What is the Environment?
The environment is just the circumstances in which we live. Given the diversity of the world we live in, it is difficult to properly classify the environment. However, there are two sorts of environments that are widely accepted: the natural or geographical environment and the man-made environment. Let’s first examine the environment before talking about it.
Types of Environment
The classification of the environment generally divides it into two categories: geographical and manmade environments, which are both described in the page below.
The terrestrial environment, which is the result of complex natural and environmental factors, is referred to as the geographical environment. Regardless of the fact that it developed independently of humanity, it is a result of direct contact between nature and human culture. The geographical environment is defined by the disciplines of climatology, geology, biogeography, and so on. They are direct manifestations of how human culture conceptualises the earth’s topography.
Natural environment examples include the earth’s surface, rivers, mountains, deserts, land, water, seas, volcanoes, and so on.
Because man cannot live directly in his geographical environment, he constructs some of his own environmental circumstances to adapt to it. This is a man-made or human-made environment, a creation of humans. A social environment is another name for a man-made environment. It comes in two varieties
- Inner Environment
- Outer Environment
World Environment Day
World Environment Day (WED) is celebrated annually on 5 June.
Humans have a significant effect on the planet. Human activities such as transportation, industry, and agriculture produce environmental pollution, which is a catch-all phrase for numerous sorts of introduced pollutants that can affect ecosystems, natural processes, and biological life.
Understanding the effects of our activities, from air pollution to water pollution, climate change to smog, is the first step in handling environmental challenges.
Air pollution is produced by hazardous gases and aerosols emitted by both natural and human processes. The most air pollution is due to human activities, such as the use of fossil fuels such as coal, natural gas, and oil for power, transportation, and industry.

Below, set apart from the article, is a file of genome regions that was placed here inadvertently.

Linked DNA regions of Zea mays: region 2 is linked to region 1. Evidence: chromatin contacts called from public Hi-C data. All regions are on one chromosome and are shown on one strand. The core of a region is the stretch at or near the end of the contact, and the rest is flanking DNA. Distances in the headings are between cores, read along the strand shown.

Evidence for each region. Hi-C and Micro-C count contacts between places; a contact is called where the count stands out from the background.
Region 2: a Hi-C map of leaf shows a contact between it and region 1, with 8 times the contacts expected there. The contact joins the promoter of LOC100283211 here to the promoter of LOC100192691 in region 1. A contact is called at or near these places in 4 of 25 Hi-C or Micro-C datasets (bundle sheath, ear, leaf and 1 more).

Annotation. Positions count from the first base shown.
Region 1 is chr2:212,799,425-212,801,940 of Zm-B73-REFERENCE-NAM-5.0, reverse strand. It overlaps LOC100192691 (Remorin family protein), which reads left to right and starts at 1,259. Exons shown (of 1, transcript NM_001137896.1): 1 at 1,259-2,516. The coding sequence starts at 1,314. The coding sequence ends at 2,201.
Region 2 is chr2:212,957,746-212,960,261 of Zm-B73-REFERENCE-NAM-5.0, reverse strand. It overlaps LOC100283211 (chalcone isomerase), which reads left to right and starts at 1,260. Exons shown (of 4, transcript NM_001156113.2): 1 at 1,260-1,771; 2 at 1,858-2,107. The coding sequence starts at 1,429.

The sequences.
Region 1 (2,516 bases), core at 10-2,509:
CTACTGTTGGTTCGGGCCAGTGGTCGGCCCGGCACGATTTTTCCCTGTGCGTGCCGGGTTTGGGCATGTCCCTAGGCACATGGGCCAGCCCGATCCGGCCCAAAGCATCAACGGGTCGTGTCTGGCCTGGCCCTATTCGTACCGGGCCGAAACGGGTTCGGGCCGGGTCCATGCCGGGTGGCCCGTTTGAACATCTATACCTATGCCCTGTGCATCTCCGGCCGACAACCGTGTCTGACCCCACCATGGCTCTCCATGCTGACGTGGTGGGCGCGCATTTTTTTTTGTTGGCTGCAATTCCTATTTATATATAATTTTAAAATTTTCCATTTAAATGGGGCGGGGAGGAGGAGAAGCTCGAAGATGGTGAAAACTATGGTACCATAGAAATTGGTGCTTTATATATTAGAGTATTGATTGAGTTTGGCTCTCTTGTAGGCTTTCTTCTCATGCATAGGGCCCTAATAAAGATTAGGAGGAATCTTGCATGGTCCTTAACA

Water pollution from microbial infections, fertilisers, and toxic compounds contaminates both freshwater and saltwater environments, endangering aquatic life and public health. One noticeable example of water pollution is agricultural pollution. After intense rain events, agricultural fertilizers, pesticides and particulate matter from eroded soil can enter streams, rivers, lakes, bays, and even oceans. The resulting kill fishes, dead zone and drinking water crises are common.
Around 380 million tonnes of plastic generated each year will reach the environment, and about 8 million tonnes will enter the ocean. Plastic bottles and garbage turn into “microplastics” when they break down in the environment, which are tiny plastic particles that get into food chains, soil, rain, snow, and even our lungs in significant amounts. According to recent research, humans consume almost as much microplastic each week as undetermined effects on their health.
Contaminated soils are common across the industrialised world. Agrochemicals, petrochemicals, microplastics, acid rain, and industrial waste are the most prevalent contaminants found in polluted soils. Soils are contaminated in certain cases as a result of agricultural practises such as the use of pesticides, fertilisers, and irrigation water containing microbial pathogens, heavy metals such as cadmium, lead, mercury, and arsenic, and other bio-toxic compounds. Industrial waste is another cause of polluted soil.
Depending on the contaminant, concentration, and exposure, there may be a variety of harmful health impacts when contaminated soil comes into direct contact with people and wildlife through food or dust or indirectly through seeping into drinking water.
Noise pollution and Light pollution
Noise and light pollution, which seem harmless in comparison to plastic, water, and air pollution, may impact ecosystems. The EPA defines light pollution as “excessive brightness that causes discomfort” and noise pollution as “unwanted or irritating sound,” both of which are frequently linked to urbanization. Both light pollution and noise pollution have a negative impact on sleep quality, fitness levels, and behaviour in animals.
Today’s technology produces an electromagnetic field, from our mobile phones to our computers to the wi-fi that connects them. This energy has the potential to be poisonous at specific frequencies and exposure levels (for example, strong fields have been shown to cause burns). Nevertheless, it’s still unclear if the present level of electromagnetic radiation exposure is harmful to both human health and animals.
Environmental Pollution and Farming
The by-products of modern agriculture can have unforeseen effects on ecosystems and human health, from pesticides to fertiliser runoff, from greenhouse gas emissions to dangerous particles. Agriculture can contribute to air pollution, soil pollution, noise pollution, and even plastic pollution.
As was already said, it can be a source of non-point source water pollution that results in algal blooms. Agricultural pollution has a number of sources, including: Aerial habitats are harmed as a result of sedimentation, which is the clouding of water, which is caused by particulate matter eroding off agriculture fields and entering waterways as runoff. insecticides and other agrochemicals that contaminate soil can harm both above- and below-ground ecosystems.